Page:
Entertainment companies have asked the courts repeatedly for help in coping with online piracy, but the results have been decidedly mixed. Although judges have come down hard on numerous file-sharing networks and search engines that specialize in bootlegs, they've ruled in favor of several websites whose content is generated by users, even if it wasn't authorized by the copyright holders. The latest may be the most significant: Last week, a district judge in New York dismissed claims by Viacom and others that Google's YouTube had built its business by turning a blind eye to widespread copyright infringements. The ruling, which Viacom plans to appeal, reaffirmed the crucial principle that online companies should be held responsible for what they do, not what others do with their services.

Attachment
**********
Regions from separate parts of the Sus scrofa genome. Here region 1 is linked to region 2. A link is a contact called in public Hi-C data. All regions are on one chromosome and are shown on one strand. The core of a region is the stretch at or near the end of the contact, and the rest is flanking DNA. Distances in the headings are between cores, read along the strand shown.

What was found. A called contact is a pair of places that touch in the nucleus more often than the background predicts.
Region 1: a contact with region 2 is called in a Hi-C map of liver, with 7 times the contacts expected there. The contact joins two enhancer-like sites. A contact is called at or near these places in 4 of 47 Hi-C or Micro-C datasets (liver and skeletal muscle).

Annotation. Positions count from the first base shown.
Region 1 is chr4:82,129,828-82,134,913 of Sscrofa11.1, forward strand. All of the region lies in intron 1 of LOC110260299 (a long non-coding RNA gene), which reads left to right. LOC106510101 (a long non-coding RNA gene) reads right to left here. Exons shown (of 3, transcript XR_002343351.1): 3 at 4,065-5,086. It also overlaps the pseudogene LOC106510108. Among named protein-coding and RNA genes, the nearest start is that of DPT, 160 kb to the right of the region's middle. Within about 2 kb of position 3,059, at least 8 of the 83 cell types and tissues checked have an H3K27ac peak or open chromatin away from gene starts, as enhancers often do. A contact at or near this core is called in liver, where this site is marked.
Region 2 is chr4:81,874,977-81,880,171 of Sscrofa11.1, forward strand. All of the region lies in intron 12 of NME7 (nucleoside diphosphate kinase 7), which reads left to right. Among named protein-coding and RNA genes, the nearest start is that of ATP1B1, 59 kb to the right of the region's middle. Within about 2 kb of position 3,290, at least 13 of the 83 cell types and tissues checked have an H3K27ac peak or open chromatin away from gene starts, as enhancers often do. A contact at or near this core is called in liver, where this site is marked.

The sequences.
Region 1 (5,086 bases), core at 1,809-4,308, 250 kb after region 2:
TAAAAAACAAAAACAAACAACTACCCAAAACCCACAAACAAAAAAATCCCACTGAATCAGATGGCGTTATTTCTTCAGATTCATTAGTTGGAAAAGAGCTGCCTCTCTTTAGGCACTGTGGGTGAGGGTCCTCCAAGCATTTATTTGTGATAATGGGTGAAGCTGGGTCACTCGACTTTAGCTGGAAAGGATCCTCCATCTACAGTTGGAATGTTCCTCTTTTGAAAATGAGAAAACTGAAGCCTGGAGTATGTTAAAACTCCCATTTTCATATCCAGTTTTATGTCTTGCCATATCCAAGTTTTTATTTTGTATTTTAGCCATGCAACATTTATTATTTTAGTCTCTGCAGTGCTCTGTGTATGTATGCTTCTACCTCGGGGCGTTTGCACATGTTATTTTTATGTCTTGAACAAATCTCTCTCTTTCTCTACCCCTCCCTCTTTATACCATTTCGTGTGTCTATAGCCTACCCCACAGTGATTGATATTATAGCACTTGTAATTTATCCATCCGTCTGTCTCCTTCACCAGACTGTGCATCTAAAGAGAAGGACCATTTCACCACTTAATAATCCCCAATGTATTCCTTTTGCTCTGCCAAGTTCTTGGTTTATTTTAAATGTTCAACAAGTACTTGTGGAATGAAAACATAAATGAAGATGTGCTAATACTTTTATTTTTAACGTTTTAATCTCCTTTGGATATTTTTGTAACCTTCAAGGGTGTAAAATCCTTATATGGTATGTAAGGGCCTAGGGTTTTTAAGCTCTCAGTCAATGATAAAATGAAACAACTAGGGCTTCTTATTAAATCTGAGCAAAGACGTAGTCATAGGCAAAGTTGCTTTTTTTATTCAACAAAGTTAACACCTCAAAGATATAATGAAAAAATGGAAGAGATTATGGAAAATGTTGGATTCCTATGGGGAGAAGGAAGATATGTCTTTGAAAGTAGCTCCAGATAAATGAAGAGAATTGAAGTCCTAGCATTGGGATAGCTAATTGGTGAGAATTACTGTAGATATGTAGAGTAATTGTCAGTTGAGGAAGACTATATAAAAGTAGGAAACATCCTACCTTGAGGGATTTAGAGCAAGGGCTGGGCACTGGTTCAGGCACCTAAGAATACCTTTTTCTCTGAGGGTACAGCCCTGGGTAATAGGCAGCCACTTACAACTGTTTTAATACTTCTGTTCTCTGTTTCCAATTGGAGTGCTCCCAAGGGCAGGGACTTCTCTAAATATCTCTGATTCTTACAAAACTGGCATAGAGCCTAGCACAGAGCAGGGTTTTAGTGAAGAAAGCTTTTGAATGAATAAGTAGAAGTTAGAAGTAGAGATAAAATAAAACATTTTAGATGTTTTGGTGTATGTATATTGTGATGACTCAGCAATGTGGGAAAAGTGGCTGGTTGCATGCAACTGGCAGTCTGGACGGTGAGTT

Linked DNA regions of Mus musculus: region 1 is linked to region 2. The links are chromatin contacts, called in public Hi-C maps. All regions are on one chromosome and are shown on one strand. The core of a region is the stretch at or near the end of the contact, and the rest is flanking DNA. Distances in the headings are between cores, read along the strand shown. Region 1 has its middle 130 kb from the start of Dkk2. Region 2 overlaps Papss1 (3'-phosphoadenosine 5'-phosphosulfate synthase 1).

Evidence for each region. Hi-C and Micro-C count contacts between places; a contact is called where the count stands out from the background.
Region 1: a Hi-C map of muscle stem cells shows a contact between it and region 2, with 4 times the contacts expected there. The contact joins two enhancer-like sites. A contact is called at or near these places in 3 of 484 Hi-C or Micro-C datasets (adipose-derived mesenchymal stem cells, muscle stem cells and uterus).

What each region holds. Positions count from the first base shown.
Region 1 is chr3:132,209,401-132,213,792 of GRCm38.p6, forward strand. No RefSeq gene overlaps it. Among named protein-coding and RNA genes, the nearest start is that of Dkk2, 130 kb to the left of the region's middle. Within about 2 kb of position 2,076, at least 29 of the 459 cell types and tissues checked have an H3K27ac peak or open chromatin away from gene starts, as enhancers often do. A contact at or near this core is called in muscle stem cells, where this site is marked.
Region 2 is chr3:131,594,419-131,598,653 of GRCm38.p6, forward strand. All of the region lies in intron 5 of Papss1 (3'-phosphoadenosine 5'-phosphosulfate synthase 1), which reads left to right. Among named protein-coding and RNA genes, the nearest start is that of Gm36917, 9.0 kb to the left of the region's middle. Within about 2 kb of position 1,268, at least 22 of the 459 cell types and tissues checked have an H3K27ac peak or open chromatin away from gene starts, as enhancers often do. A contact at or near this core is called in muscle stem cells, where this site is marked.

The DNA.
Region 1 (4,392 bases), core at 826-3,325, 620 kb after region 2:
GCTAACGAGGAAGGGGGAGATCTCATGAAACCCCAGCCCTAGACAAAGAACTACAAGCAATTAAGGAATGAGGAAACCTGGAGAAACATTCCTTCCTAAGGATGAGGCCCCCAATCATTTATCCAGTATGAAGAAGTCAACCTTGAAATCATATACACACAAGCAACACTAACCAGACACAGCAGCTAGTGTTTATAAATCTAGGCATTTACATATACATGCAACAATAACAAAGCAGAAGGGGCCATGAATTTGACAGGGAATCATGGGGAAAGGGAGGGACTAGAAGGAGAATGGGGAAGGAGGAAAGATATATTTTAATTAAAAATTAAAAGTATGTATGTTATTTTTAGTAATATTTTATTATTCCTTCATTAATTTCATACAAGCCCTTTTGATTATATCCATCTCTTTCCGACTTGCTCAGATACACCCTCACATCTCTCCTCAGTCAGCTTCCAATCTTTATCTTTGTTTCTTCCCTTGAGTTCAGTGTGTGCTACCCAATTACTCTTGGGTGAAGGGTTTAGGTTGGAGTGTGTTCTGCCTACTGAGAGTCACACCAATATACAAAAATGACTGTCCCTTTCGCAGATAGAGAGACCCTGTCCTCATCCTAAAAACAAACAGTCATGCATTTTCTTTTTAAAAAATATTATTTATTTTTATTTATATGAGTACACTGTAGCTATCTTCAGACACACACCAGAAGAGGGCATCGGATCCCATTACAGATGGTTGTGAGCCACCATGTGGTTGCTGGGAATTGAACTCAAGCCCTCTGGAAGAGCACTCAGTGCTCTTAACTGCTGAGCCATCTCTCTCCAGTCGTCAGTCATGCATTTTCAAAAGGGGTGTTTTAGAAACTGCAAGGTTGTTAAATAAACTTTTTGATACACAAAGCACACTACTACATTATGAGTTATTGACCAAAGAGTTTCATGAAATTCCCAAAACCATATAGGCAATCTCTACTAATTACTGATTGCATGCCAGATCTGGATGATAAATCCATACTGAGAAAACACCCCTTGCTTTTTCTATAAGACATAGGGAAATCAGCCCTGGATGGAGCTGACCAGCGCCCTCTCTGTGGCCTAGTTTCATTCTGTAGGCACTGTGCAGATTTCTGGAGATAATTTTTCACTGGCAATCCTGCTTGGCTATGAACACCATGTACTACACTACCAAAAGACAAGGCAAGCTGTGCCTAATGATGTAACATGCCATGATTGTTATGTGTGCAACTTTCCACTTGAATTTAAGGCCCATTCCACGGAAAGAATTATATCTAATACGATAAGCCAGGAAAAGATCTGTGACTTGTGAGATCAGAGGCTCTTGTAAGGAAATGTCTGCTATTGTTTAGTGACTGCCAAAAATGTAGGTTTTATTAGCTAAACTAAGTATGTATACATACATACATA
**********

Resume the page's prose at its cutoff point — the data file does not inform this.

As Judge Louis L. Stanton explained, Congress recognized that the Internet couldn't function if broadband providers, search engines and hosting services were held liable for every unauthorized copy made on their networks. The Digital Millennium Copyright Act of 1998 protected those companies from liability as long as they acted quickly to remove any infringing material identified by copyright holders.
Viacom argued that YouTube didn't qualify for this protection because infringements were common and central to the company's fortunes. Echoing earlier rulings, however, Stanton held that the law doesn't require YouTube to police its network for bootlegged videos. Instead, it only has to remove the items singled out by copyright holders. That's sensible — copyright owners are far better positioned to know whether a clip was used legally or not. In fact, many of the clips cited in the original lawsuit weren't infringing. At least 100 had been posted by marketers employed by Viacom.